11. Jerome Stuart, “Clarification propagation an earthquake aftershocks: parallel manifestations of the sigmoid curve under a consolidated equation,” Mathematics of Computation, 110, no. 2 (June 2016): 2305-2339.
  12. Marceline De los Santos, manning the front desk at the Riu Melao Hotel in Cabo Engaño, Punta Cana.
  13. Kervens Jean-Destin, a farmer brewing the morning coffee in Mayombe, Haiti.
  14. Roy Mitchum, The Perfect Alibi: Rosie O’Donell and The Quest for Racial Supremacy (Miami: JustSaying Press, 2022). Admittedly bonkers, Mitchum is a charismatic orator. His theories have been espoused by thousands of followers and his Youtube channel has a million plus subscribers.
  15. Ricardo Seitenfus, Haiti: Dilemmas e fracassos internacionais (Ijuí: Editora Unijuí, 2014).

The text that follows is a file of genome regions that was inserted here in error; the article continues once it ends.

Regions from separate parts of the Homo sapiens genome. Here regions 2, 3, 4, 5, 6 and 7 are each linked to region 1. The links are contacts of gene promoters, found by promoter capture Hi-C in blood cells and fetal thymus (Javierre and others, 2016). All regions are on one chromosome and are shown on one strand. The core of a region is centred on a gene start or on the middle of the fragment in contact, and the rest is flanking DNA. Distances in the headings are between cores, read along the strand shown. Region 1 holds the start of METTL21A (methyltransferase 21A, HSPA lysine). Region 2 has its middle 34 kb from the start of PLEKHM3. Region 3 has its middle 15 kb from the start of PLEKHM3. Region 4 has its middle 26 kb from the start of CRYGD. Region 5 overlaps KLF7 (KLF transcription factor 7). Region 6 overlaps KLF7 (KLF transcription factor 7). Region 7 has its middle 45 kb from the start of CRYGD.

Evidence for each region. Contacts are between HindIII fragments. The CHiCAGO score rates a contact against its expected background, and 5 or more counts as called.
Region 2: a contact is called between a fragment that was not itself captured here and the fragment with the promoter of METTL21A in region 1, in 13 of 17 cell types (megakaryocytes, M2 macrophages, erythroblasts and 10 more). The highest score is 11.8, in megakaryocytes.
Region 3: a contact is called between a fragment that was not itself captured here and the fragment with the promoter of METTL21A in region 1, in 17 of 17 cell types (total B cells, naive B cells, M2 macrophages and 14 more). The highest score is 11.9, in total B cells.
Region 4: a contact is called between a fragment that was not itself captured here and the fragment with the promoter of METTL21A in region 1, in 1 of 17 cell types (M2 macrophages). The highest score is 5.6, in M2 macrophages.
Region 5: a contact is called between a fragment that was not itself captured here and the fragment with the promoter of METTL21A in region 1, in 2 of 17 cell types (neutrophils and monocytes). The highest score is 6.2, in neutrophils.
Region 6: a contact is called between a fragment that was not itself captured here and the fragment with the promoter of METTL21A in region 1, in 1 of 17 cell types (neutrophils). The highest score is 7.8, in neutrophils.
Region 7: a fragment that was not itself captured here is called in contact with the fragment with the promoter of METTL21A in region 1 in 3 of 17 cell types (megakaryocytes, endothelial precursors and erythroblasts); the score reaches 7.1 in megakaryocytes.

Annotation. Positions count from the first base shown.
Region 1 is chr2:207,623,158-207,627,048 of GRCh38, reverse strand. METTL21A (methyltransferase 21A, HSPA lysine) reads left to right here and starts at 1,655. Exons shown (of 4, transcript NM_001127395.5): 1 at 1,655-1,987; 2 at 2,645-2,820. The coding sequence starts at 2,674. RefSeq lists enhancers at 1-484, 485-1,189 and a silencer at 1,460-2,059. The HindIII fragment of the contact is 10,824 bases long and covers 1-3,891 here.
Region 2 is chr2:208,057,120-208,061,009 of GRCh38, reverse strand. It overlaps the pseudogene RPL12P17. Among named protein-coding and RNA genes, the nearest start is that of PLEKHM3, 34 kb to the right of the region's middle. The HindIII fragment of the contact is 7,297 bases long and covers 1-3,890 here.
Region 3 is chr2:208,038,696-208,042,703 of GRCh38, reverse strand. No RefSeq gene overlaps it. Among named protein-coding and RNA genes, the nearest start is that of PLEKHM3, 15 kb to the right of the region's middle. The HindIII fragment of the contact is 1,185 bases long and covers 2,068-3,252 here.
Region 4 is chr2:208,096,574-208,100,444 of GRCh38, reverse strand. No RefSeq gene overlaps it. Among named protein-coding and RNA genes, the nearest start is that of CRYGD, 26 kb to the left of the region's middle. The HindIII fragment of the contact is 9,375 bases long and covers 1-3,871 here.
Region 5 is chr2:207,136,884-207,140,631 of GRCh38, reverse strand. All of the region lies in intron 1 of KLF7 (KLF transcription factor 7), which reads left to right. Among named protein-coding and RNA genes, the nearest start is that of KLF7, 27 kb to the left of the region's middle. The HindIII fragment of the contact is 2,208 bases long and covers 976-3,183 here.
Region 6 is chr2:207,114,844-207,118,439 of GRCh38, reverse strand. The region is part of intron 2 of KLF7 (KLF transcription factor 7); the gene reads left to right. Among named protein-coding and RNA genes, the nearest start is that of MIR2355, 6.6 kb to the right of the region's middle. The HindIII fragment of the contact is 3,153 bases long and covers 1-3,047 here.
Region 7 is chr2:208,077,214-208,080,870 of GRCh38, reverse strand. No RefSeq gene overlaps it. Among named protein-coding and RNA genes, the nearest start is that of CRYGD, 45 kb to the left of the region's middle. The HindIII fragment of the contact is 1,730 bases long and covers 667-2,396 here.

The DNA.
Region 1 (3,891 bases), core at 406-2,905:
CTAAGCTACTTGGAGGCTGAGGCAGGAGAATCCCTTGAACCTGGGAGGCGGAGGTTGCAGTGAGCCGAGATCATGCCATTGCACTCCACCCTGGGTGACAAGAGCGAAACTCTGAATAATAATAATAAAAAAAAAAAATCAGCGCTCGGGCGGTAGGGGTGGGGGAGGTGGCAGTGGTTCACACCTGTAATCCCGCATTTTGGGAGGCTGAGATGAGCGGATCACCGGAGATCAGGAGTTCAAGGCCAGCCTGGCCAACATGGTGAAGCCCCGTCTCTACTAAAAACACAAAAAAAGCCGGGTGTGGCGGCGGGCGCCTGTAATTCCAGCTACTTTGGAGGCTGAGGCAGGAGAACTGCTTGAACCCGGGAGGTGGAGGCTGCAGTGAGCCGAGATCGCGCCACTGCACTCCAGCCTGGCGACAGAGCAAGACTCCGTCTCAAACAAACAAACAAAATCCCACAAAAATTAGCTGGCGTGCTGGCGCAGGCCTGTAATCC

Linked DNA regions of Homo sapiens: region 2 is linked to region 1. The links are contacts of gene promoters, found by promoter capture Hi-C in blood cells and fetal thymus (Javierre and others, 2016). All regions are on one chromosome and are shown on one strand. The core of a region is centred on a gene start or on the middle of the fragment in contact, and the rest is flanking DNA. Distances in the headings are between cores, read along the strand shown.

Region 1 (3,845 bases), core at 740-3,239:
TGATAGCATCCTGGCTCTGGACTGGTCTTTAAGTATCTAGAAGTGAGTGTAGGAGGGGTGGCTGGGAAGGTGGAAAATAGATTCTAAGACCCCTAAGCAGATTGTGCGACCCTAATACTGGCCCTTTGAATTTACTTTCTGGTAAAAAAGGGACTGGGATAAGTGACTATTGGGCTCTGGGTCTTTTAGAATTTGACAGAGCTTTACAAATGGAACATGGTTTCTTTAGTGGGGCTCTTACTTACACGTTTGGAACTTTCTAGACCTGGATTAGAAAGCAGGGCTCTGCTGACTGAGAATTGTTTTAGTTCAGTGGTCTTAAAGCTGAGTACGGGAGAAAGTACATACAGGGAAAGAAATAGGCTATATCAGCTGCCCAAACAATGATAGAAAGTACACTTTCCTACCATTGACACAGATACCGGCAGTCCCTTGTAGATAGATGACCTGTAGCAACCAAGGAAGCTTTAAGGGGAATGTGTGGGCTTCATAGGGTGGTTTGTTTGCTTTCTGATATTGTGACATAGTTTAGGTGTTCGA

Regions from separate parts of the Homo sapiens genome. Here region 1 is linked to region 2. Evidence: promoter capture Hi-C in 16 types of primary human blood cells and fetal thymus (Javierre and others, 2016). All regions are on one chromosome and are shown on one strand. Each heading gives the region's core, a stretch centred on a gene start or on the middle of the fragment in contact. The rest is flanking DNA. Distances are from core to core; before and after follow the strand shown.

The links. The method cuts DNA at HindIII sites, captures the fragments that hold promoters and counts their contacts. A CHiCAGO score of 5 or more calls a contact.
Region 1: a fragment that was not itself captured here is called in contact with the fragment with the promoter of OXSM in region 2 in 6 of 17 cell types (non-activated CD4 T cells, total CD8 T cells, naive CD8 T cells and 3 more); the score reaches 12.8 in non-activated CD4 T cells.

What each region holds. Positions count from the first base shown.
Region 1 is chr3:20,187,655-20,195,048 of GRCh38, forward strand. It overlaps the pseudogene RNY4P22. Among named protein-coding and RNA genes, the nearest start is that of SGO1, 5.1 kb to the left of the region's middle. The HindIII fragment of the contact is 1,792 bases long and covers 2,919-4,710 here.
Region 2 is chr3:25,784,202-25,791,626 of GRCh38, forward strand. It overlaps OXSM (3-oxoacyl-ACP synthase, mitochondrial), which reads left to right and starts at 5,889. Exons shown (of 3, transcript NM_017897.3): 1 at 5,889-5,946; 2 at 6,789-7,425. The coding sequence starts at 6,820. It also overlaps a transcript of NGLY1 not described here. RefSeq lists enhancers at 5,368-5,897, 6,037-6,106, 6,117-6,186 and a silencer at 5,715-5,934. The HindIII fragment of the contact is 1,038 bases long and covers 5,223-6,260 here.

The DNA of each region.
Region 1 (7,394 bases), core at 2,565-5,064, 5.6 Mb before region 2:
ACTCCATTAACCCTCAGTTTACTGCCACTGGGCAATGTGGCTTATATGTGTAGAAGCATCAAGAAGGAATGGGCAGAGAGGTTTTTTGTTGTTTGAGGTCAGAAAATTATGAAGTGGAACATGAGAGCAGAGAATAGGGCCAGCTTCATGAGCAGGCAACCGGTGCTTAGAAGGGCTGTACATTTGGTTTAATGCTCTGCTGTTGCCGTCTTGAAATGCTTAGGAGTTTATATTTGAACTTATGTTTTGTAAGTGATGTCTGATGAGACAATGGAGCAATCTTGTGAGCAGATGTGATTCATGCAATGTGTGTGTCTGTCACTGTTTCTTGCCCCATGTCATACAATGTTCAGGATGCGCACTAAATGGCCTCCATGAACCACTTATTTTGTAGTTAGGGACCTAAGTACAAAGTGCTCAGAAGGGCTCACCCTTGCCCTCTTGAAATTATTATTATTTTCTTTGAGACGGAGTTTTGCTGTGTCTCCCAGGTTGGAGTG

16. Magdalene Jefferson-Colón, “Leveling the field: visual blockages to empathy and the case of the clarified,” The Neurological Insider, 12, no. 45 (March 2020): 25-47.
  17. The “Black Lives Matter” movement has issued a memorable statement (now part of many a school curriculum), that dissects with acerbic wit the cynicism and proferred inocence of “the surpised.” It is to be hoped that “it won’t take another cataclysm for the dominant segments of a society to give the downtrodden the benefit of the doubt when they speak up.” (“You were saying?: A Commentary on the Clarification,” The Chicago Tribune, 2 November, 2017.)
  18. Yet only one counts with her endorsement, albeit lukewarm: Pedro Cabiya’s The Only Exception (Boulder: Mandel-Vilar Press, 2022).